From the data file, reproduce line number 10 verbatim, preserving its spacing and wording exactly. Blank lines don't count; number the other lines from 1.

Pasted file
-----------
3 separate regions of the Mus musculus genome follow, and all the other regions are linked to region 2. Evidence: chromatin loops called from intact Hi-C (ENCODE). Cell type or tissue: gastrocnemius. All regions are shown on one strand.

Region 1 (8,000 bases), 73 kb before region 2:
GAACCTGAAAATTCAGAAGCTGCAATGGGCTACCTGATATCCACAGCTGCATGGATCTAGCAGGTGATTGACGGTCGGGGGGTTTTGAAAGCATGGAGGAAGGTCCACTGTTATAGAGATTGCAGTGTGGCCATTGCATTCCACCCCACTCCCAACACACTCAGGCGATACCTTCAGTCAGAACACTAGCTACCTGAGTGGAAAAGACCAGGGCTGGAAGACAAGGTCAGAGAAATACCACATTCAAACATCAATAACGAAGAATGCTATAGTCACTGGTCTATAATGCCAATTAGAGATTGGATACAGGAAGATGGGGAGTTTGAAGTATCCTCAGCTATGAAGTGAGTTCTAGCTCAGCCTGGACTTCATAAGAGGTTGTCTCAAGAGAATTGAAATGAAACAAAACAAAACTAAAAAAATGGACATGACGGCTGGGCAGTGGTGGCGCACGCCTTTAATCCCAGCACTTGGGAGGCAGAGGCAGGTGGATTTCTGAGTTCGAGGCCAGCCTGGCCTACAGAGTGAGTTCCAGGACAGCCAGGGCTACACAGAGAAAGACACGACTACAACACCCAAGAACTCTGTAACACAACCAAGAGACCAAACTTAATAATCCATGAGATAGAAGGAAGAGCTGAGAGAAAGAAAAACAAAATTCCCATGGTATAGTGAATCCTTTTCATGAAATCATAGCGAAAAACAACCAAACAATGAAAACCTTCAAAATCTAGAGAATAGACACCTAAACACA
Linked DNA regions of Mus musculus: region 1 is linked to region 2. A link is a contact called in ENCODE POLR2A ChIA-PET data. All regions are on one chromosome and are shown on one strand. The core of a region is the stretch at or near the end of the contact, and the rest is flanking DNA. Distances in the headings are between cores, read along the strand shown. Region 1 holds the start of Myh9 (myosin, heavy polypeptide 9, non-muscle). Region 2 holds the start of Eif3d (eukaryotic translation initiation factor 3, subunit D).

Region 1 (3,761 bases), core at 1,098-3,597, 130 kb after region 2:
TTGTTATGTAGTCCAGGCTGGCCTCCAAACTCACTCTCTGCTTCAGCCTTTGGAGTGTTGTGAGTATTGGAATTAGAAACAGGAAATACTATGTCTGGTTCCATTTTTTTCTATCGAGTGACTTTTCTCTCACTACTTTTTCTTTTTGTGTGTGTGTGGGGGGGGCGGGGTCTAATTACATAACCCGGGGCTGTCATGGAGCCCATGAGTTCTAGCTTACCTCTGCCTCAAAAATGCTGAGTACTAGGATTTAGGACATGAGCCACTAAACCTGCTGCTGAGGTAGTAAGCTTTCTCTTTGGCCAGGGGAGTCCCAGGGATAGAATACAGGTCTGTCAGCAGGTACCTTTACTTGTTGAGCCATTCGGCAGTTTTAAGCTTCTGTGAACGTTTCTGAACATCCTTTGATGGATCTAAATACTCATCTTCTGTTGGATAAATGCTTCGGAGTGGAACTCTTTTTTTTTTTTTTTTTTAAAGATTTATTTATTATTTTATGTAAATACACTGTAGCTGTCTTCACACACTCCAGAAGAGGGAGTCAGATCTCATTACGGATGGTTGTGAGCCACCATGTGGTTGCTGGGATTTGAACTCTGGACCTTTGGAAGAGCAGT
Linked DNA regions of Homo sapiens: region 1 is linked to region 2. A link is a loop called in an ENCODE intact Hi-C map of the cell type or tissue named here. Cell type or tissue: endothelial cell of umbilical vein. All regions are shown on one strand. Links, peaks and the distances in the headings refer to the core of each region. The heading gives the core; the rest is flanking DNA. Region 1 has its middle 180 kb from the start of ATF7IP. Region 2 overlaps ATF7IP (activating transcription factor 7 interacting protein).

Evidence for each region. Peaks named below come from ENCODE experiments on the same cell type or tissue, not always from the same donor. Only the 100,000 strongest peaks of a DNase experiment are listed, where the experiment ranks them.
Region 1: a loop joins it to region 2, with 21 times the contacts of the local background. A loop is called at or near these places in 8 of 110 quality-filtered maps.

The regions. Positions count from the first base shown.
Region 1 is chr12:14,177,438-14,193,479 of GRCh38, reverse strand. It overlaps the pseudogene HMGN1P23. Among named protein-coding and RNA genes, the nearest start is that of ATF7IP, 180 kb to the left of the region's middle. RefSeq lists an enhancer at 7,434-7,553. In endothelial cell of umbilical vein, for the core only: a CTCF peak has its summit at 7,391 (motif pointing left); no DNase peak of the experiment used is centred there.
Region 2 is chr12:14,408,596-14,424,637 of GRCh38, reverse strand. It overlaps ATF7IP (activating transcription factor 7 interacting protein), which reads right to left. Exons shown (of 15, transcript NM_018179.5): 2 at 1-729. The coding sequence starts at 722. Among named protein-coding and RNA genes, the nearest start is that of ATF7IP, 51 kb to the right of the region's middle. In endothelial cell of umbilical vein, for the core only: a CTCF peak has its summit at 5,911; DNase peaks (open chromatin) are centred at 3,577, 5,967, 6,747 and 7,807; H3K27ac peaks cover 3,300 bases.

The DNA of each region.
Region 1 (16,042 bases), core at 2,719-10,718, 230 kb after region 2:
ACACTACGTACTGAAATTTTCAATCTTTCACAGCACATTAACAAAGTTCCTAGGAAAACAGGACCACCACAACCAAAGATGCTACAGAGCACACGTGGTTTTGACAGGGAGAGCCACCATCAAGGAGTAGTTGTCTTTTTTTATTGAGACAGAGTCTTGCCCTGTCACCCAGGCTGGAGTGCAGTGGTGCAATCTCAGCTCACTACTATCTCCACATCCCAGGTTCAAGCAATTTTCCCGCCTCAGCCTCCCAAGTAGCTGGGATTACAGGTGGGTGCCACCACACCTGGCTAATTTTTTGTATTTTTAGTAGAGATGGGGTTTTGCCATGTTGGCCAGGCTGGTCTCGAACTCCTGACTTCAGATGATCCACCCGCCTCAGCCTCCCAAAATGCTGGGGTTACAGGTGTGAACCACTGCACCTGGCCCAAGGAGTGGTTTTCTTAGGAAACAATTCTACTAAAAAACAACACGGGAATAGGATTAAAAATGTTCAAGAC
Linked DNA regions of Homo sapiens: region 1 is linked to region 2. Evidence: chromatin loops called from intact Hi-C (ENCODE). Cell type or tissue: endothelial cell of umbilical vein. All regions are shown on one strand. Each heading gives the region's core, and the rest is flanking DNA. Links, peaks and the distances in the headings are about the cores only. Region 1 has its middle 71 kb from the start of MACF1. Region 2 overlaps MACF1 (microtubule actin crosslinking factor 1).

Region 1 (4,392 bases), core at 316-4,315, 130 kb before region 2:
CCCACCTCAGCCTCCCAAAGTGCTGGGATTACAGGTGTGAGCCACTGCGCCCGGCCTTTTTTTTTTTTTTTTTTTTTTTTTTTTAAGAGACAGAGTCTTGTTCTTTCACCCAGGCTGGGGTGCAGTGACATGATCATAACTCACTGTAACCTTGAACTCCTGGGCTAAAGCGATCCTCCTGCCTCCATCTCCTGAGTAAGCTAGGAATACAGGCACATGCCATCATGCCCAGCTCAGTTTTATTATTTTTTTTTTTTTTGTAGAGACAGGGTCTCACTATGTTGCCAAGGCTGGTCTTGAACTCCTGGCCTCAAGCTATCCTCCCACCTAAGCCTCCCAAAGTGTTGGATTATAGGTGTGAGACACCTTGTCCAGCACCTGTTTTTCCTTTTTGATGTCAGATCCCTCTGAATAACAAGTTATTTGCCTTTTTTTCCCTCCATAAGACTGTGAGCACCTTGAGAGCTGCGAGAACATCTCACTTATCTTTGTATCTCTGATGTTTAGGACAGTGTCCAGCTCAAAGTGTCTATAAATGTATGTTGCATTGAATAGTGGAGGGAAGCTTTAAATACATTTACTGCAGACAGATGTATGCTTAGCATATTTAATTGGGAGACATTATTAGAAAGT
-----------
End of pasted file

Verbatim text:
The regions. Positions count from the first base shown.